The second ship to honor Commodore John Hazelwood of the American Continental Navy, the USS Hazelwood (DD-531) was built by Bethlehem Shipbuilding Corporation. She was launched in November 20, 1942 and was commissioned in June 18, 1943.
The Fletcher-class destroyer weighed a hefty 2,050 tons and was measured at 376 and a half feet. She had an incredible range of 6,500 nautical miles when cruising at 15 knots. She also had a maximum speed of 35 knots. Typical of wartime destroyers, the Hazelwood was a formidable vessel. She was armed with 5”/38 caliber guns, six 0.50” machine guns and six 20 mm anti-aircraft guns. Her arsenal also included ten 21” torpedo tubes and two depth charge tracks.
Action in World War II
The Hazelwood reached Pearl Harbor on September 9, 1943. She sailed with Navy carriers that were preparing to launch aircraft strikes against Japanese targets in Tawara Atoll. She returned to Pearl Harbor and trained for the amphibious drive against Japan. She took part in the invasion force of Majuro and Kwajalein Atolls, and also bombarded enemy fortifications in Ungalabu Harbor and New Ireland.
The ship also took part in the Philippine liberation. In the Battle of Leyte Gulf, the Americans all but destroyed the once-vaunted Imperial Fleet and took out scores of Japanese aircraft. During the melee, the Hazelwood and her crew were credited for taking out two kamikazes and damaging several others.
The ship continued to patrol the waters of Leyte until she was assigned to link up with the fast carrier strike force headed for more Japanese positions in Taiwan, Okinawa, the Ryukyu Islands and the Chinese coast. After a successfully taking out these targets, the Hazelwood sailed with yet another mobile carrier task force. She and the other destroyers provided the all the protection the carriers needed while aircraft targeting key Japanese strongholds were launched.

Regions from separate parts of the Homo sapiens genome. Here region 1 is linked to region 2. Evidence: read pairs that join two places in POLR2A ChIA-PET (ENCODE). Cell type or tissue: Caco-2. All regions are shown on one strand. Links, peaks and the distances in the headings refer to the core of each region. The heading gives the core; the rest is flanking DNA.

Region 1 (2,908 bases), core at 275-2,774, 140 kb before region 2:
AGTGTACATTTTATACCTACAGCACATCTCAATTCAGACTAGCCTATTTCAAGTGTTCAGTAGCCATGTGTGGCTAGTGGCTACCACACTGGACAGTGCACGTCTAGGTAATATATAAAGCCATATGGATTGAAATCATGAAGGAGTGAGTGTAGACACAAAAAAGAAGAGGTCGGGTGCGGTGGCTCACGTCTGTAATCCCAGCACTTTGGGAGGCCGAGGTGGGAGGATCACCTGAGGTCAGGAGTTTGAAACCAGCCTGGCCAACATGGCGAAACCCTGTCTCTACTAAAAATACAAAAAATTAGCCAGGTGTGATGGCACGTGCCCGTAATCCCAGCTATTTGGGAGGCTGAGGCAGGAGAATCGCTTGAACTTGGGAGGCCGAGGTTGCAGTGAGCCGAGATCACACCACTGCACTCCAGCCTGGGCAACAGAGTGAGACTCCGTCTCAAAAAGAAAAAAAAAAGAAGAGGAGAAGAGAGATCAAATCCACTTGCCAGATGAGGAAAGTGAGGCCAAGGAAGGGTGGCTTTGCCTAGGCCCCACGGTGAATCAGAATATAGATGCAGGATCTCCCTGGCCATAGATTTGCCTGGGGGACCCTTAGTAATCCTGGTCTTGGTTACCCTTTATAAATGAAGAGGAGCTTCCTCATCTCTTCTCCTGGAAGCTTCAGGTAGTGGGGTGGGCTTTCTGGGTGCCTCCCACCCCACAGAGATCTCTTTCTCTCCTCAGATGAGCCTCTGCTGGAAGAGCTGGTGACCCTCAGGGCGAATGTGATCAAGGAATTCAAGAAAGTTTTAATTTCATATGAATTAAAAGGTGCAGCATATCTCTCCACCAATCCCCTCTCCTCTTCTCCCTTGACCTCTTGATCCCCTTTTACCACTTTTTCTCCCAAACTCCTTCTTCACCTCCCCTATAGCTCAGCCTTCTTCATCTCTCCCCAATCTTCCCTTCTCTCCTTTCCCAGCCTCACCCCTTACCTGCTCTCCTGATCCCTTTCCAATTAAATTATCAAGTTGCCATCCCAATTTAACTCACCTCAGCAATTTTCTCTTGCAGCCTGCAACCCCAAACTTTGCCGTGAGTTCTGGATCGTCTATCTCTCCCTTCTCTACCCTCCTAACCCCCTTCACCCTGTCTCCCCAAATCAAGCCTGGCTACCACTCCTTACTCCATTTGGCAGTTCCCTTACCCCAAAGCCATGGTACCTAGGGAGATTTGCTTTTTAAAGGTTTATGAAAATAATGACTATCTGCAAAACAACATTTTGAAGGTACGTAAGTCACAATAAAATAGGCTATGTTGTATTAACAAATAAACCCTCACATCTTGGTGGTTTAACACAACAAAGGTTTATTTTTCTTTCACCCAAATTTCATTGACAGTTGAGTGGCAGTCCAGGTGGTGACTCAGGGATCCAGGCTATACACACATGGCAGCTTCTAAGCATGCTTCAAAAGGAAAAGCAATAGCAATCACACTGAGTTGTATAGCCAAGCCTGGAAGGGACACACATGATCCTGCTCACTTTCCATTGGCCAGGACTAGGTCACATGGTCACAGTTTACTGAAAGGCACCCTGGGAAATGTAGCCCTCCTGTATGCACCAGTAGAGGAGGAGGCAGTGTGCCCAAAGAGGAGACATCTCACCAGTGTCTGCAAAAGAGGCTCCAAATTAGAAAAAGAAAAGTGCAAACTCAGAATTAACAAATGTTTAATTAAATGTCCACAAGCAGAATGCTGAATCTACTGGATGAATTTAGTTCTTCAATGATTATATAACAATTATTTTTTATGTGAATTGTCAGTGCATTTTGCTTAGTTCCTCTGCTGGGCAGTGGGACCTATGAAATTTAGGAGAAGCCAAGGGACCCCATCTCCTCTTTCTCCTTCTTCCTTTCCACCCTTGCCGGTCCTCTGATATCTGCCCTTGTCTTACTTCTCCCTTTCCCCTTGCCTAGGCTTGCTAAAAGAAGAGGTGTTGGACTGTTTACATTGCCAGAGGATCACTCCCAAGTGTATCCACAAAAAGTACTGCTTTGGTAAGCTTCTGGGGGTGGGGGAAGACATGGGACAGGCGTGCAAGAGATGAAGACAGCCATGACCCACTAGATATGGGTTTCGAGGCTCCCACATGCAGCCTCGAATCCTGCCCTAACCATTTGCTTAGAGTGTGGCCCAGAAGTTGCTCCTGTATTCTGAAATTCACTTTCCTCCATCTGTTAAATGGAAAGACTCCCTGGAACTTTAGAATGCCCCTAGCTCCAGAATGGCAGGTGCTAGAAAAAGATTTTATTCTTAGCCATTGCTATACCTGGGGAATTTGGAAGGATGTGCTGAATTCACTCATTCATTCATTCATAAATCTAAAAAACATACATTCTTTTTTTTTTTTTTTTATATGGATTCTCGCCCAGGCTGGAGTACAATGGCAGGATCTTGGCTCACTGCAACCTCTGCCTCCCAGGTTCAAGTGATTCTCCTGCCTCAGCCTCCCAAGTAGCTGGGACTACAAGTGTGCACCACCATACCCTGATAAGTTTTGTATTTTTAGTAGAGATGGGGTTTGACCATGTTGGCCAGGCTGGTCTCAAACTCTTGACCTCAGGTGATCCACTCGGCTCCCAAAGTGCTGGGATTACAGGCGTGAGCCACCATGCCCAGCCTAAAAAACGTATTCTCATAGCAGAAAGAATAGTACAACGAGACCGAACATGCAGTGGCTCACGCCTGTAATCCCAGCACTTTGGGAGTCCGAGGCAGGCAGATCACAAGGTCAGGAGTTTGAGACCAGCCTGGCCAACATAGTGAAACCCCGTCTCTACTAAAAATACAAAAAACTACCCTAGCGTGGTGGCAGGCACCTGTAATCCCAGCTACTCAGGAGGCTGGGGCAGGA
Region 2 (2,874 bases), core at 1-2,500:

After the War
For all her efforts, the USS Hazelwood earned an impressive ten battle stars. After World War II was over, she participated in the Korean War and performed patrols in the Caribbean around the time of the Cuban Missile Crisis.Â She was decommissioned on March 19, 1965, and placed on the Atlantic Reserve Fleet. She was then removed from the Naval Vessel Register on December 1, 1974. She was eventually sold and then scrapped in 1976.
Asbestos in Navy Ships
Although an essential component of the naval fleet, especially during World War II, naval destroyers also pose a lasting health risk to soldiers serving on them. Unfortunately, products containing asbestos were common, especially on older ships, because of the material’s high resistance to heat and fire. Despite its value as an insulator, asbestos fiber intake can lead to several serious health consequences, includingÂ mesothelioma, a devastating cancer without cure. Current and former military personnel who came into contact with these ships should seek immediate medical attention in order to detect possible health consequences associated with asbestos exposure.